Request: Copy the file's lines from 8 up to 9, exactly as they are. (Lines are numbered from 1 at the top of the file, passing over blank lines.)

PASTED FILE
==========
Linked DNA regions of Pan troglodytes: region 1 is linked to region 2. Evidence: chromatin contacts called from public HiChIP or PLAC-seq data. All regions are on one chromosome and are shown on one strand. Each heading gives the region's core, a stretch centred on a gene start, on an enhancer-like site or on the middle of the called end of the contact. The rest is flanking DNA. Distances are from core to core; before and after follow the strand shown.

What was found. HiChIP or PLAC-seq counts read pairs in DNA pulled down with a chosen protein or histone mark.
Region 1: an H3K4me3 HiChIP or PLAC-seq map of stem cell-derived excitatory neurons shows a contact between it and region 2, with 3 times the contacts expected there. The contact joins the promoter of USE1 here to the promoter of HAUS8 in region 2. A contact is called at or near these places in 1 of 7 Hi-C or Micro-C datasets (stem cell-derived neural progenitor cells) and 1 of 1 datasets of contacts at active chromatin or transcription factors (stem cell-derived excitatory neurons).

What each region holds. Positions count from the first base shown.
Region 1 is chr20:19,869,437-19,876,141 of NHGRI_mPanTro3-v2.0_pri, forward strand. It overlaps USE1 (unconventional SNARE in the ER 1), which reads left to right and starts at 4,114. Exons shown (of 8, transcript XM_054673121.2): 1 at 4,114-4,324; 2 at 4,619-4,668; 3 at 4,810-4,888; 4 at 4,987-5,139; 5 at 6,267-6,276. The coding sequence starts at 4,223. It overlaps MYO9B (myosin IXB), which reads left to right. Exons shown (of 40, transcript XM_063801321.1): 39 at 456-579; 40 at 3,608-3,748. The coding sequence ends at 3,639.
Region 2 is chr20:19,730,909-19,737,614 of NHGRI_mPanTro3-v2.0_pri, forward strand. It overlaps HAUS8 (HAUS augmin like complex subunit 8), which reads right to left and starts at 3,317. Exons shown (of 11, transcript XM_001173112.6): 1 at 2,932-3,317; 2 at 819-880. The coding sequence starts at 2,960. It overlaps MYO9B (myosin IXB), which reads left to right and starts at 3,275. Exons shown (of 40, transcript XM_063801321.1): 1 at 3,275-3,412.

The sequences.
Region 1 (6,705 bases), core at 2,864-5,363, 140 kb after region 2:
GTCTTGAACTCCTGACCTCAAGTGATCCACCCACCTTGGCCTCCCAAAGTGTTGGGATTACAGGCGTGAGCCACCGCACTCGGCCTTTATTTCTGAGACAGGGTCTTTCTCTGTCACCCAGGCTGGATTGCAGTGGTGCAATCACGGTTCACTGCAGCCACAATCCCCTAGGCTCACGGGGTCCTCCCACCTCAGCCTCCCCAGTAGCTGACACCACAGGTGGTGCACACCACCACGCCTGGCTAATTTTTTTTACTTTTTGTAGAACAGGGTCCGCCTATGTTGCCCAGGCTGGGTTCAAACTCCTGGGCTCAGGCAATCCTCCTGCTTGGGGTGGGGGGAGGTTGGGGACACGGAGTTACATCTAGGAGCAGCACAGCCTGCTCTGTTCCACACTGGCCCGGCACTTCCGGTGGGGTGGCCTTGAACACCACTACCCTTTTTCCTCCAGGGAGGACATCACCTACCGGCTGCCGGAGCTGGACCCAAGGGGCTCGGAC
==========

Region 1 (6,705 bases), core at 2,864-5,363, 140 kb after region 2:
GTCTTGAACTCCTGACCTCAAGTGATCCACCCACCTTGGCCTCCCAAAGTGTTGGGATTACAGGCGTGAGCCACCGCACTCGGCCTTTATTTCTGAGACAGGGTCTTTCTCTGTCACCCAGGCTGGATTGCAGTGGTGCAATCACGGTTCACTGCAGCCACAATCCCCTAGGCTCACGGGGTCCTCCCACCTCAGCCTCCCCAGTAGCTGACACCACAGGTGGTGCACACCACCACGCCTGGCTAATTTTTTTTACTTTTTGTAGAACAGGGTCCGCCTATGTTGCCCAGGCTGGGTTCAAACTCCTGGGCTCAGGCAATCCTCCTGCTTGGGGTGGGGGGAGGTTGGGGACACGGAGTTACATCTAGGAGCAGCACAGCCTGCTCTGTTCCACACTGGCCCGGCACTTCCGGTGGGGTGGCCTTGAACACCACTACCCTTTTTCCTCCAGGGAGGACATCACCTACCGGCTGCCGGAGCTGGACCCAAGGGGCTCGGAC